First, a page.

The next neighborhood we entered wasn’t much better. I wondered if we were lost as we forged deeper and deeper into the heart of a trailer park. I checked the address again and we found ourselves in front of a double-wide. We spotted the “driveway” marked by dead grass and pulled in near a broken-down Big Wheel parked beside a beat up pick-up truck, but the flowerbeds were well-tended and the deck was decorated with a family of ceramic trolls. I didn’t see any dogs running up to greet us and began to wonder if we had made a wrong turn when a big lady appeared on the porch. Sporting an appliquéd sweatshirt covering a wide range of subjects and several pink barrettes that poked out of her beehive hairdo, she warmly invited us in.

There, we discovered the dogs—it was clear that the house was their domain. They rested comfortably in the air-conditioning and perched on footrests, the sofa, and armchairs, stretched out in different positions. The man of the house was covered in tattoos that seemed as thematically random as his wife’s appliqués. Tweety-bird peeked out at us from his chest over his low-cut tank top. A naked lady slithered down his arm while the other arm was painted—it almost looked airbrushed—with a beach scene, the sun setting over his shoulder. He was sitting on the floor leaning back on his easy chair, which was shared by two snuggling dachshunds. One pooch was draped over his neck like a well-worn scarf. He cooed and wrestled with as many as he could reach from his low spot on the ground. I realized right away who made the rules in this house, and it was not the man with the mullet.

This house reeked of love. It also smelled of the baked beans and black-eyed peas that simmered on the stove. Once we settled in, a young nephew brought in the tiny doe-eyed puppy from the back yard. She walked over to me, pensive and curious, but not bashful, and I knew she had to be mine. I felt a strong connection when she looked up at me and wiggled her stubby puppy snout and I stroked her velvety ears. Corie and I found her mother, Digger Dawg, charming. She had a great figure; solid but shapely. She was protective but open-minded and seemed to telepathically say to her little one: “Go, it’s time to fly away, it’s time to be free.” The father was out scavenging—but we were beyond convinced, and took the little pup in a to-go box.

She won over the whole family when I brought her home. But it was Julie, my youngest sister, who chose the name Frankie, short for Frankfurter, short for Franscesca P. Furter, which is the dignified-sounding name we scribbled on her registration papers.

Corie sent me away with a new dog and new book: The Readers’ Digest Care for Puppies, which I read on the plane trip back to New York. Frankie was so small she could ride with me in the cabin. The stewardess fell for her as immediately as I had. “Puppy coming through!” she shouted as she carried the two-pound puppy-loaf above her head, outside of its carrier case. “Make way.” People oohed and aahed. This pooch was going to get me plenty of attention back in New York. I was interrupted by fellow passengers so many times I could barely read my puppy-care book, which was crucial, me being a new mother and all.

I was deeply engrossed in a chapter titled “Being in Control of your Puppy” when I heard more ooooohhhs and aaaahhhs. Frankie had unzipped her home under the seat and run half way down the plane. By the time I unbuckled and jumped up she was scurrying under the seat of an older gentleman way back in 43F. I was impressed by her agility. “You’re a smart little whippersnapper,” I said as I gave her a Benadryl to sedate her. After all, I had more reading to do.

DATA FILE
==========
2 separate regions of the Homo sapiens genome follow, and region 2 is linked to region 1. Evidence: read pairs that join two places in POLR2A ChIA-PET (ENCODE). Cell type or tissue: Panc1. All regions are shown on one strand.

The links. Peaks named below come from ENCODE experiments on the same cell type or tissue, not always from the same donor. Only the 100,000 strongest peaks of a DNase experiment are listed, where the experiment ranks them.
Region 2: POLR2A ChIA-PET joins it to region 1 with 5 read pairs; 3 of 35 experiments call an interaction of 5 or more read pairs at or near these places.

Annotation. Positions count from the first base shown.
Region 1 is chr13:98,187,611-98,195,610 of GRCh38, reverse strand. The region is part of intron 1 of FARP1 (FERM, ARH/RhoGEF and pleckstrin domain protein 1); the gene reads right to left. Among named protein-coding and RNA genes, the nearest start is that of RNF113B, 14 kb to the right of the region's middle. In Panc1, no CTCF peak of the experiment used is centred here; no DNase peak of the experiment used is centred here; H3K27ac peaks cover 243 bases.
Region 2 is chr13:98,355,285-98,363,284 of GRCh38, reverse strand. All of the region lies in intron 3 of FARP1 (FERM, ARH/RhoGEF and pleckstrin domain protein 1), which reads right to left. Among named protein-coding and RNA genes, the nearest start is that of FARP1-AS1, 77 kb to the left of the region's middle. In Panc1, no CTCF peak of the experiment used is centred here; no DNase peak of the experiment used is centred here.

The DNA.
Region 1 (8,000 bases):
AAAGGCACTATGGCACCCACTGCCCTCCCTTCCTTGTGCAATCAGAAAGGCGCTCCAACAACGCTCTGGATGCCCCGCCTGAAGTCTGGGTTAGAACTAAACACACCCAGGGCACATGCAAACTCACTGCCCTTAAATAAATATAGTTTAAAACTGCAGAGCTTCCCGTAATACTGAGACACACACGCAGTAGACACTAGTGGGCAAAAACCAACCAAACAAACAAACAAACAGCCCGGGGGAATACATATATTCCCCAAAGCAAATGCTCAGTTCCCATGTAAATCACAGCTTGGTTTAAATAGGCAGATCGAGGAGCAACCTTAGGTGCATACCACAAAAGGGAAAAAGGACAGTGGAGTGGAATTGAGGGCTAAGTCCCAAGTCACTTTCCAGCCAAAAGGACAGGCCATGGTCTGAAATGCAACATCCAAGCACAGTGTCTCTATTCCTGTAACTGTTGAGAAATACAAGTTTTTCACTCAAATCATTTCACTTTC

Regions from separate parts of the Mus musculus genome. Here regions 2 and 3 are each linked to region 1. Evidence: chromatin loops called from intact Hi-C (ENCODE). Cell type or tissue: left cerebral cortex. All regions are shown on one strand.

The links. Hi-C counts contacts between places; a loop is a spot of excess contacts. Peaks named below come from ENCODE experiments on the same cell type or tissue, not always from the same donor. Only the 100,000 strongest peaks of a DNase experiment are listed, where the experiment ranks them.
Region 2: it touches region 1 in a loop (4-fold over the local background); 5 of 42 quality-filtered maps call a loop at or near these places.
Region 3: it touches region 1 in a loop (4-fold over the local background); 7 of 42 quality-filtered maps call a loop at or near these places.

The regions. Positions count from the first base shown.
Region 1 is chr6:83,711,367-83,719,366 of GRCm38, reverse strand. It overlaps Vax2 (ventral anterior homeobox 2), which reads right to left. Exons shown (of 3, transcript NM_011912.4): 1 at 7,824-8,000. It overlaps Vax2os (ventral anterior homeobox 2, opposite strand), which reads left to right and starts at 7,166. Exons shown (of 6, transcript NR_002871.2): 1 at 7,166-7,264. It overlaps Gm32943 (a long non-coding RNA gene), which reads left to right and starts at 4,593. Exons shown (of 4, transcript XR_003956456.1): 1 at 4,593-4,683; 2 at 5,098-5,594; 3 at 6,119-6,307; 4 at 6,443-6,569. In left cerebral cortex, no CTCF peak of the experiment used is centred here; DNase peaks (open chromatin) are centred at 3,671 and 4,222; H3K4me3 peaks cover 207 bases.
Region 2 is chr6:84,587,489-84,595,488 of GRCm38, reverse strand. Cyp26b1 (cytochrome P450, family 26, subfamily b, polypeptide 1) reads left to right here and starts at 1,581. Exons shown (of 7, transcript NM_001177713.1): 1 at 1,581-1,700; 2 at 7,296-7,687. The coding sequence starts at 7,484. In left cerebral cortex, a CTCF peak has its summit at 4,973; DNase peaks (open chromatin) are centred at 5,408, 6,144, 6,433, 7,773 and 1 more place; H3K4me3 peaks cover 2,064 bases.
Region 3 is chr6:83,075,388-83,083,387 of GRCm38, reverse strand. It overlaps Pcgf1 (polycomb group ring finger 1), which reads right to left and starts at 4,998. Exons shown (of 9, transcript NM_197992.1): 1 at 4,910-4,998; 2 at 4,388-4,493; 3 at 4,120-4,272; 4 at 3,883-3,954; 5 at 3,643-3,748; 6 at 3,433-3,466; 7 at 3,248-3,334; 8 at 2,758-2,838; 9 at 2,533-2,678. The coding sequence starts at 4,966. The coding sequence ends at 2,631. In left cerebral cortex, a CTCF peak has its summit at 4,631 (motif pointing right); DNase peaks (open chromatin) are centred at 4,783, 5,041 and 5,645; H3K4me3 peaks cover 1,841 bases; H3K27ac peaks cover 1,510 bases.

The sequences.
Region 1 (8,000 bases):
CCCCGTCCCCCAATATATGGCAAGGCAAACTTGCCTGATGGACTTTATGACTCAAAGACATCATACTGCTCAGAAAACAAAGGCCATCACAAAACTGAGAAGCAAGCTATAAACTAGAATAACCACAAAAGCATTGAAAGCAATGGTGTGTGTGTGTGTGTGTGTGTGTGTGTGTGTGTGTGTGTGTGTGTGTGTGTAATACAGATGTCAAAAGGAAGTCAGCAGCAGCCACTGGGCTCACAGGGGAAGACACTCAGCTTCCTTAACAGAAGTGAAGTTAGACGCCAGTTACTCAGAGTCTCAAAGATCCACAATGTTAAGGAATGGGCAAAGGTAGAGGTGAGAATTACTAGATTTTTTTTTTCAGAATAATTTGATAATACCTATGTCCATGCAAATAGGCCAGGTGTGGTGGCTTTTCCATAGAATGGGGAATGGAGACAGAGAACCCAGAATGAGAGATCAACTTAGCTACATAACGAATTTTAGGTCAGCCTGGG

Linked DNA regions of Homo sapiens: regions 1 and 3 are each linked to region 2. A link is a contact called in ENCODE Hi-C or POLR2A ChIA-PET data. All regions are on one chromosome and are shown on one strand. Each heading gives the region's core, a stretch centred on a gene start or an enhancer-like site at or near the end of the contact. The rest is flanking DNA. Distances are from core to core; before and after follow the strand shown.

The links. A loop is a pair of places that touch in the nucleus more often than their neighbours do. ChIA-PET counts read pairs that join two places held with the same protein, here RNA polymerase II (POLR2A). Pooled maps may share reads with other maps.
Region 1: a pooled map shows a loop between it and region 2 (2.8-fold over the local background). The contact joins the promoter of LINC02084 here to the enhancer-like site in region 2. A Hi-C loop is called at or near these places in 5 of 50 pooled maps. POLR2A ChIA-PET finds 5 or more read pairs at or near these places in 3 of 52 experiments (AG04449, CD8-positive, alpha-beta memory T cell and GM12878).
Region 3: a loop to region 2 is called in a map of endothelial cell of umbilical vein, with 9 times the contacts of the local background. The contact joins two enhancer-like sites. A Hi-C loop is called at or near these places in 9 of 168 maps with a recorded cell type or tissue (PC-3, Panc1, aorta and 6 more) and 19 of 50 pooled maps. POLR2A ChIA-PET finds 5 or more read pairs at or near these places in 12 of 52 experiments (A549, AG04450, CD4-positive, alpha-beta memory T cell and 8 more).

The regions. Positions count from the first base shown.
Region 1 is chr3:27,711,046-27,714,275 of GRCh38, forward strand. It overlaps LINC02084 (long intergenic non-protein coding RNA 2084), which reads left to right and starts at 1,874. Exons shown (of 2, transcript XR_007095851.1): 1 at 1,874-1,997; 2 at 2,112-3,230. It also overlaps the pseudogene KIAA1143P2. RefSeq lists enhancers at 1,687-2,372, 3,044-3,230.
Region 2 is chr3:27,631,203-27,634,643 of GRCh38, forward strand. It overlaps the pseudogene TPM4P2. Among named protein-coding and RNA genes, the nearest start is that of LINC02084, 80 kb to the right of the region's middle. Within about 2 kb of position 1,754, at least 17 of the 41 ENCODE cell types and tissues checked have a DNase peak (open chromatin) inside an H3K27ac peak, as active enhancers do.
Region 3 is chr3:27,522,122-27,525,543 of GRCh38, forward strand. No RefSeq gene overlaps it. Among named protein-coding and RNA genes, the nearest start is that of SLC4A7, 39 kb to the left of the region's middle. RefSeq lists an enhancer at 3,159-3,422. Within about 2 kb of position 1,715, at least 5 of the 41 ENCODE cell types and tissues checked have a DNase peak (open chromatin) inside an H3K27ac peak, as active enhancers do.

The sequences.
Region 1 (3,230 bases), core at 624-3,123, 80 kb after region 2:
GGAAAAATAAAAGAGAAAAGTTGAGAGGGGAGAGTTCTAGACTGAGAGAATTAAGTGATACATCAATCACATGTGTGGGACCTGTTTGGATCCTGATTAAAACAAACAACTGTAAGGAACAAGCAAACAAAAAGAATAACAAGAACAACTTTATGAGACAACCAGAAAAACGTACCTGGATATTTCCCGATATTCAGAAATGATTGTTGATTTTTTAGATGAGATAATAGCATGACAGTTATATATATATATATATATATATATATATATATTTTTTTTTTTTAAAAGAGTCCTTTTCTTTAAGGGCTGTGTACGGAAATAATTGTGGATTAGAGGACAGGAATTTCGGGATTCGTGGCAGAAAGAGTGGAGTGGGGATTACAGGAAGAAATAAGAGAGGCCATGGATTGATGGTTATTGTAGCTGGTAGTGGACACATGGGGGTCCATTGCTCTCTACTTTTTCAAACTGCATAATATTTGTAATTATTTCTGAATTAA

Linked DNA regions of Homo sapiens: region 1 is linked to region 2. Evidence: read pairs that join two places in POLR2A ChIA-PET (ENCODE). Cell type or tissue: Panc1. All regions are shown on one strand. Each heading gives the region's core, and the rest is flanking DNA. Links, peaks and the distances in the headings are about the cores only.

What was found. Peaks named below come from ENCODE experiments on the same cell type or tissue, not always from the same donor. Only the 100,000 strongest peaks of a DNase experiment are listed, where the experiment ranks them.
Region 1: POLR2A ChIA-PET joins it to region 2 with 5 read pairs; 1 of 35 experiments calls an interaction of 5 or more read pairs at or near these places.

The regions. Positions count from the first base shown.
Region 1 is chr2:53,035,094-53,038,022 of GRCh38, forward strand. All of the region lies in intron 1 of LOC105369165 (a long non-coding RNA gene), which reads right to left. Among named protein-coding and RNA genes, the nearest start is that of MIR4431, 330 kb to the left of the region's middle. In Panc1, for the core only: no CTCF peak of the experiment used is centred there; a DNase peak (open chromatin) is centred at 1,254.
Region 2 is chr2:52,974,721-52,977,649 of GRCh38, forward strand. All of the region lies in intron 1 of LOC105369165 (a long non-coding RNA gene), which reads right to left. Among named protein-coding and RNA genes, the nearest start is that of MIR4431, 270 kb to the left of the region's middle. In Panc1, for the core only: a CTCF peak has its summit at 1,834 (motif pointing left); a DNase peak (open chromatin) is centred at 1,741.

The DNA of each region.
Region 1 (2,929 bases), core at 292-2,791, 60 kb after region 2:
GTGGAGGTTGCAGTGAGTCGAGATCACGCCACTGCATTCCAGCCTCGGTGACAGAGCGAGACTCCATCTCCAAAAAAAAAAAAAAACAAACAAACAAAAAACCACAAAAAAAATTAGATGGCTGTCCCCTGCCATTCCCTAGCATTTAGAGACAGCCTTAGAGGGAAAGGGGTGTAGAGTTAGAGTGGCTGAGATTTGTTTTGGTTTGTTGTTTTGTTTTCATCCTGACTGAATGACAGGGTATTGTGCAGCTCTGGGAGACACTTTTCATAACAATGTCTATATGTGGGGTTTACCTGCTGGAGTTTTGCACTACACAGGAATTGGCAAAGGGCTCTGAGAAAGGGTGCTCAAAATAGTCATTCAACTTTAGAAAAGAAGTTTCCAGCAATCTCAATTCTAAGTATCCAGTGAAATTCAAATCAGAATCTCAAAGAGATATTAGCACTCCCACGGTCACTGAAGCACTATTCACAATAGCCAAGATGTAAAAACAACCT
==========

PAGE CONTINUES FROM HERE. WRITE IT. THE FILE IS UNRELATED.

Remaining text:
We arrived in New York and she settled in to our East Village apartment. The place was a fifth-story walk-up that I was subletting, and Frankie and I had the whole place to ourselves, complete with six windows facing a corner showering us with morning light. It was old and un-renovated but had a certain degree of charm. The tiny bathroom off the kitchen had a claw-foot bathtub barely big enough to stand in, and a Euro-style shower with a hand-held spigot. The holes in the floors were big enough for Frankie to lose a foot in. Many chewing bones were lost to those hardwoods.

In the meantime, I was putting the things I learned from the manual to the test. I wanted to do absolutely everything by the book: In order to establish dominance right from the start, always eat your meals before the dog, so it knows it’s lower down in the hierarchy. Walk through the front door before your puppy, because this shows who the pack leader is. We began racing each other to the door, from the third flight up, tripping over each other and the leash in the process as I fumbled for my keys, blocking each other at every angle in our bid for dominance.

I would reprimand my little tot for chewing up my new shoes in something close to a gentle whisper. “Oh, little pumpkin, please don’t do that. You cuuuutie-woooodie, pweaese don’t ever eat momma’s hundwed dollar shoes ever-wever again,” I would purr, while tickling her belly. I simply could never use my outdoor voice to yell at something so completely innocent. I consulted the book; it said if one were to be the alpha dog, as I so badly wanted to be, one had to talk in a sharp tone loudly enough to startle the pup into submission, even clapping or stomping one’s foot. “No!” I resolved to shout at an audible voice the next time she ruined a pair of Steve Maddens.

It took practice, but on my fifth pair of shoes, I was up to a dull roar. As my shoes, bras and books got ruined, I yelled louder and louder, sometimes surprising myself. But nothing would startle Frankie as she was chewing; she was oblivious. I would stomp a heavy-booted foot down, missing her head only by inches. But she would only dodge me and run into the other room, turning it into a game. My voice was rising in volume and dropping in octave, until I sounded like a pack-a-day pissed-off drag queen.

Despite the fact that half the time I went around the house screaming, stomping and clapping my hands, she’d just ignore me, or worse, give me a look that said, “You’re hysterical.” I’ll never forget the first time she let out a tiny bark. By the next week she had learned to growl, and if I took her bone away, she could growl quite ferociously. When this happened, I gently flipped her over on her back, as the guidebook dictated, and held her down, in order to show dominance. But she seemed to think of it as hard-earned R&R;time.

I had met my match.